It can be frustrating to spend days or even months training a new employee to take on the responsibilities of their role, only to have them leave before they’re ever producing value for your business. It’s enough to make some employees wonder: if people actually pay for training from schools and other organizations, why am I paying people for the training that my business provides?
Workers must be paid for time worked
According to the Federal Labor Standards Act, all employees must be paid for time worked. Minimum wage laws apply here no matter what the type of work is and regardless of whether the employee in question is particularly good at their job yet.
The ins and outs of minimum wage laws are sometimes complex, but you are undoubtedly already familiar with the unique rules applying to your business, such as those regarding tipped employees, farm workers, or your city or state. The question then becomes: does training count as time worked?
Training as work: four standards to decide
You’re not the only employer to wonder this, which is why there is a standardized set of four factors for determining whether or not training should count as hours worked.
- Is the training outside of the employee’s regular working hours?
- Is attending the training voluntary?
- Is the training not directly related to the employee’s job?
- Does the training not involve doing productive work?
If the answer to all four questions is yes, then this training is not considered work and can be exempted from payment. If any one of the questions can be answered with no, then employees should be paid for their time.
Looking at this list should make it clear that onboarding, orientation, and initial training of new employees will almost always be considered paid work. Unpaid training is more likely to be an employee who wants to attend a weekend conference or seminar, take a class in a new skill that might enable them to be promoted later on, or earn a certification that isn’t required for their position.
While new employee training must be paid, this doesn’t mean that it must necessarily be paid at the same rate as productive work. You are within your rights as an employer to pay employees different rates for different types of work (including training) so long as the rate doesn’t fall below the applicable minimum wage.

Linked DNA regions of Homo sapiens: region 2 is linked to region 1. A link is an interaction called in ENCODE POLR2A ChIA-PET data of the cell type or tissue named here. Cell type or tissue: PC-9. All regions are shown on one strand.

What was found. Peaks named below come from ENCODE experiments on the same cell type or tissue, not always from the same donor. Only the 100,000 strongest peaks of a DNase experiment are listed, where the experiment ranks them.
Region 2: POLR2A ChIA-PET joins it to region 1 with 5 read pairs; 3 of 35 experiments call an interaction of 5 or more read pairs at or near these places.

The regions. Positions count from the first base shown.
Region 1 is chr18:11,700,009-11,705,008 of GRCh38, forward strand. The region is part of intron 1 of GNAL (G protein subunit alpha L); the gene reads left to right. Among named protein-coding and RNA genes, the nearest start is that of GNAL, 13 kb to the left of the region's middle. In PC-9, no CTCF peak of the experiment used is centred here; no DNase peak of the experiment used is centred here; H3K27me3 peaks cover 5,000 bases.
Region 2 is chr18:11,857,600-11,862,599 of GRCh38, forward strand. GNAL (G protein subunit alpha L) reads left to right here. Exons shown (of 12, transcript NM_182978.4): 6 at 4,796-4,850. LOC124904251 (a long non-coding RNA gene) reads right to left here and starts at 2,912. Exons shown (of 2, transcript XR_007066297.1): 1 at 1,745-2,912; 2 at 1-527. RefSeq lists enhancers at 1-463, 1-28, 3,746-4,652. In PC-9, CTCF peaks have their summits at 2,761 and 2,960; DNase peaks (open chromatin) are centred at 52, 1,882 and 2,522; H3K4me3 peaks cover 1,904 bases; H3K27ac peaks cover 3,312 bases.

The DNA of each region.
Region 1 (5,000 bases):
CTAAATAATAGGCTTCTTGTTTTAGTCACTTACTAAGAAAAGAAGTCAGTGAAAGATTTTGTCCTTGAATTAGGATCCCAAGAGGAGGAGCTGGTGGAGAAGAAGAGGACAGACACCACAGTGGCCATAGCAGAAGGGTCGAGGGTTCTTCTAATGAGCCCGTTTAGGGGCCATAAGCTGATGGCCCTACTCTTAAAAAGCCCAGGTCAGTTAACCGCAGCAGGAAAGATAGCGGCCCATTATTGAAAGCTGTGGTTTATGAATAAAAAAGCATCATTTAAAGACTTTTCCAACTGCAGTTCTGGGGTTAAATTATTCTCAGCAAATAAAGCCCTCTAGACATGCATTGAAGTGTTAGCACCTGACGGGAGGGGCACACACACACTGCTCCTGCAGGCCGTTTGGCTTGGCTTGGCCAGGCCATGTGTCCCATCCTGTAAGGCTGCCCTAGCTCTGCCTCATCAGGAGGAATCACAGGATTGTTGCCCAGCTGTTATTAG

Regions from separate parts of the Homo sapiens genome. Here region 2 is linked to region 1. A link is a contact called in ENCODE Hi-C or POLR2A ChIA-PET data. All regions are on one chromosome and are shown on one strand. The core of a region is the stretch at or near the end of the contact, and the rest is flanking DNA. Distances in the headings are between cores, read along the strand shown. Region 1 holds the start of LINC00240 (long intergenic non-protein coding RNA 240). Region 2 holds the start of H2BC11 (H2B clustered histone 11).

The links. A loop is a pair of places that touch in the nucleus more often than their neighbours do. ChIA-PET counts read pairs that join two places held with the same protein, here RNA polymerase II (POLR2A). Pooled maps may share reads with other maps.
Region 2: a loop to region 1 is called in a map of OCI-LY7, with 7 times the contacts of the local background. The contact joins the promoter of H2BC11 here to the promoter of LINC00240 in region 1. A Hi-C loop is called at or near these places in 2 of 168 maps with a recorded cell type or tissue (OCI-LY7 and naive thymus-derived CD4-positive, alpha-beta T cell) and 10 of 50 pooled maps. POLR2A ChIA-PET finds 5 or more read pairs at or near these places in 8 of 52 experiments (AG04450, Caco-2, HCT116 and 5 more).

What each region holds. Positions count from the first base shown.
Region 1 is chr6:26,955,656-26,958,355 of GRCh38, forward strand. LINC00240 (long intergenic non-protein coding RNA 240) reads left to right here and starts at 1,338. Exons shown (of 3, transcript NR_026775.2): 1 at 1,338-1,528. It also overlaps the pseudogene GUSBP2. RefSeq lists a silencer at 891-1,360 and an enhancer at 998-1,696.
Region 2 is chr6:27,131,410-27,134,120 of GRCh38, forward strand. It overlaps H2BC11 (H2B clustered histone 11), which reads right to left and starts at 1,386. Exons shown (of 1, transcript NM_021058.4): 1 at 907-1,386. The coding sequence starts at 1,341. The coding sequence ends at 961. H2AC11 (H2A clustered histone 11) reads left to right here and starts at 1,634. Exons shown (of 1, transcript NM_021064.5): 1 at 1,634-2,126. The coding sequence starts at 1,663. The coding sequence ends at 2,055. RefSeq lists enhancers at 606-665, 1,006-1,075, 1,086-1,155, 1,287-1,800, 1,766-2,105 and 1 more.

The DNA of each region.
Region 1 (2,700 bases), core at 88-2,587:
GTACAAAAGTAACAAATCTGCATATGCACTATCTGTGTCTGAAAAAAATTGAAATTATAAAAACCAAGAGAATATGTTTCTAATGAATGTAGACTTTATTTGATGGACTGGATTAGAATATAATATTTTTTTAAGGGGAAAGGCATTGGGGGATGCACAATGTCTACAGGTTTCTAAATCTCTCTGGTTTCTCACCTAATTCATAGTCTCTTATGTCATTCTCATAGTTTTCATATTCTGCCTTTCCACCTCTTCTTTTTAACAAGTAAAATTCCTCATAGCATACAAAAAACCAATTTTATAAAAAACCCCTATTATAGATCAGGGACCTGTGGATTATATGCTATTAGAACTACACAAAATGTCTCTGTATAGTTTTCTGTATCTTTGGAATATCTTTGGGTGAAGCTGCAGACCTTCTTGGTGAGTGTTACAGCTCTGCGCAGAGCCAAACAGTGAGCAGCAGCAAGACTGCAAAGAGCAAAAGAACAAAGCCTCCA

Variable rates of pay must be disclosed when making a job offer, however, and there is a significant chance that low training wages will look like a red flag to highly-qualified candidates, who will see it as a sign that developing employees is not a priority in your business. And this would obviously not apply to exempt employees, for whom minimum wage laws do not apply.
Exceptions to the rules
There are a few exceptions to this, as usual. One that’s of particular interest to those who are thinking about training wages is for workers under the age of 20. For the first 90 days of employment, these youth workers can be paid a training wage that is at a subminimum wage of $4.25 an hour.
In general, it’s best to pay your employees a steady wage regardless of the type of work or training.
This not only encourages your employees to feel better about their training, it also keeps your payroll responsibilities more straightforward. Instead of reducing wages, streamlining your onboarding and training process so that it runs smoothly is a better place to start. To get moving in that direction, download your free copy of our NYS Employee Onboarding Kit.
If you're hiring an employee, or think you might be soon, check out our comprehensive resource page, Employee Onboarding - A Complete Guide. This is a handy, tightly-packaged outline that presents all the critical hiring and onboarding elements in simple, chronological order.